FAQ - the healthier world challenge GRANTS
What is a Co-PI and who can be one?
A Co-Principal Investigator (Co-PI) is a faculty or staff member who is responsible for conceptualizing and leading a research project in coordination with a team of other Co-PIs. This role is similar to that of a Principal Investigator (PI), but is held by multiple individuals where responsibilities are shared equally, instead of one person. Each team will have at least two Co-PIs, though you can have more.
Any full-time faculty or staff member who is eligible to serve as PI for a grant in their division can be a Co-PI. This includes junior faculty members, and staff in APL.
Who are considered “partners”?
Partners may include community members, community-based or non-profit organizations, private-sector corporations, community leaders, advocates, government agencies, or other academics that are active in the area of interest.
What do the teams look like?
We encourage you to be diverse and creative when constructing your teams. Each team is required to have Co-PIs from at least one health sciences division, and one non-health science division. More diverse collaborations and applications from junior faculty/staff are encouraged.Applicant teams must include a minimum of two enrolled students and demonstrate how they will play an active role in the project. Note that students cannot be used to fulfill the multidisciplinary requirement.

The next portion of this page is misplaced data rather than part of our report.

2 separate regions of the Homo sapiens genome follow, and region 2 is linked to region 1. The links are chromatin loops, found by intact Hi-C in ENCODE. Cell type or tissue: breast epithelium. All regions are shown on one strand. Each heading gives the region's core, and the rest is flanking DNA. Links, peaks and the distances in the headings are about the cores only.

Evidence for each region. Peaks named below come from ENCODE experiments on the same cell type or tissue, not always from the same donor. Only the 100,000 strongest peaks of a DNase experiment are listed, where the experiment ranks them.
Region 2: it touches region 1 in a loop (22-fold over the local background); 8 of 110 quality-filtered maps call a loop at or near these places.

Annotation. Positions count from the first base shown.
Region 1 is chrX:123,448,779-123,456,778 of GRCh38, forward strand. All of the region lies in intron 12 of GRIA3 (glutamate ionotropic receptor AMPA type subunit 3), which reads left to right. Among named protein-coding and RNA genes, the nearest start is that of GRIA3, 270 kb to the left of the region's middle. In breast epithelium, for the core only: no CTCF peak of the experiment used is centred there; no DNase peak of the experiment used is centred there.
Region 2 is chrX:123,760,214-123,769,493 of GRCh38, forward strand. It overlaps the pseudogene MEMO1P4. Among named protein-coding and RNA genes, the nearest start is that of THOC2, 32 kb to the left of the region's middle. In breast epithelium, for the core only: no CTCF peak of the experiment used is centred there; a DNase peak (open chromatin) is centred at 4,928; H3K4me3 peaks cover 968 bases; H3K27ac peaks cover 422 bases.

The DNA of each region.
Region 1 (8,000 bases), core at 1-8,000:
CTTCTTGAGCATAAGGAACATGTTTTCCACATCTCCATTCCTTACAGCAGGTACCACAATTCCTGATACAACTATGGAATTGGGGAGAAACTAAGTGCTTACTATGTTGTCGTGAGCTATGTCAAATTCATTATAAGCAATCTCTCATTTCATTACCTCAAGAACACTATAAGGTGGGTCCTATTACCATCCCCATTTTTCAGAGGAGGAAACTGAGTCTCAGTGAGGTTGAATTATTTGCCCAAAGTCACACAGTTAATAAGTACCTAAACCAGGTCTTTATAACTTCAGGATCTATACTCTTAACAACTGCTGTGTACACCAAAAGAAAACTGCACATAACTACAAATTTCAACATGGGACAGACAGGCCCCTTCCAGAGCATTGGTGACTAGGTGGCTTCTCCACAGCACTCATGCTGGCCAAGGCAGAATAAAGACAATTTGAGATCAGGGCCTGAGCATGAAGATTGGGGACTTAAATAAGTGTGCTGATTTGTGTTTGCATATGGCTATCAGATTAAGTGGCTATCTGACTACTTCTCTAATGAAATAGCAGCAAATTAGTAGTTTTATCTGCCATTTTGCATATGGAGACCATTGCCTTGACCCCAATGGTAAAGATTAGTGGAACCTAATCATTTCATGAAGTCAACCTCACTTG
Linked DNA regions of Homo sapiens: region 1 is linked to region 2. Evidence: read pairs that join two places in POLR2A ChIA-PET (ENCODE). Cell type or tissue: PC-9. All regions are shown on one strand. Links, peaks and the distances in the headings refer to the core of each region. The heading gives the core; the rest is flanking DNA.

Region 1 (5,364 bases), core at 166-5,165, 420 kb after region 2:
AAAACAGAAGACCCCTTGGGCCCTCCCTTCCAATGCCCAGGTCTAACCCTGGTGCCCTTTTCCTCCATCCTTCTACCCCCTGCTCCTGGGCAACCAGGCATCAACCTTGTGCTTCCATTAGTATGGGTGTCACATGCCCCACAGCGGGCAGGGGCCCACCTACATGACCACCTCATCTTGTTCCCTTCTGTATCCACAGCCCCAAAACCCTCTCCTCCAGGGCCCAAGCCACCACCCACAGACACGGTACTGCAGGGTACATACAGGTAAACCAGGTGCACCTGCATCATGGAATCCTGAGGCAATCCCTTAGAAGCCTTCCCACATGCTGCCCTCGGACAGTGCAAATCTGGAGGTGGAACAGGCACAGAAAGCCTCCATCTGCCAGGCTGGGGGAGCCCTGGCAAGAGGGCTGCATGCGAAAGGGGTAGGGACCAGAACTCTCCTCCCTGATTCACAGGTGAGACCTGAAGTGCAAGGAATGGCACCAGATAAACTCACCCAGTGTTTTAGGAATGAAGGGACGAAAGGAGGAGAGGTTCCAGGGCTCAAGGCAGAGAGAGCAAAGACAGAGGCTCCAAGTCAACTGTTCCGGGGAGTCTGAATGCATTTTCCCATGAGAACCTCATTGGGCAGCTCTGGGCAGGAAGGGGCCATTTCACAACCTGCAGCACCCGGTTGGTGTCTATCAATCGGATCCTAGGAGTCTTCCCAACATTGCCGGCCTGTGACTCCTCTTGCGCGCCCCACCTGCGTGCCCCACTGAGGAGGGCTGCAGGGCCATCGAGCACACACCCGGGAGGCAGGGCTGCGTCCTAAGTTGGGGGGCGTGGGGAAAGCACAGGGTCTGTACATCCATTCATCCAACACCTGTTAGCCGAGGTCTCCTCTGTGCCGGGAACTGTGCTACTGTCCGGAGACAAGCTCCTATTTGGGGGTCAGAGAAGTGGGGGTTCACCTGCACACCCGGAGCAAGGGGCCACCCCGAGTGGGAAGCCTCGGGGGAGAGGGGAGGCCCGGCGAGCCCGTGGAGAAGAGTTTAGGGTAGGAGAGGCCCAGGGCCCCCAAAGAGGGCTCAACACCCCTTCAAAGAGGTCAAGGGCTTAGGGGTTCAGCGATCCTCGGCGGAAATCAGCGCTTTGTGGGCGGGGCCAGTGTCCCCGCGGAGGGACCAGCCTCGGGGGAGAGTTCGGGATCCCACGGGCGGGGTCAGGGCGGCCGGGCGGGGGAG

The scope of health equity is very broad. What projects will you fund?
While our four themes have been identified as priority areas, the Alliance for a Healthier World recognizes that there are many complex problems that lie outside these topic areas. We invite all submissions that harness multiple disciplinary approaches to achieve health equity across the world. We particularly encourage teams to consider addressing one of the cross-cutting approaches that AHW champions.
Am I allowed to submit multiple applications?
Yes, you can be a co-PI on multiple applications or grant types (i.e. you can serve as the co-PI for both a Launchpad and Impact grant proposal). Projects must be substantially different. If you have questions, contact the program manager (email@example.com).
What do I need to include in my letter of support?
We request a letter of support that states the Co-PI will be affiliated with Johns Hopkins University for the duration of the grant. The letter needs to be signed by the Chair of the Co-PI’s department OR Dean of the school/division.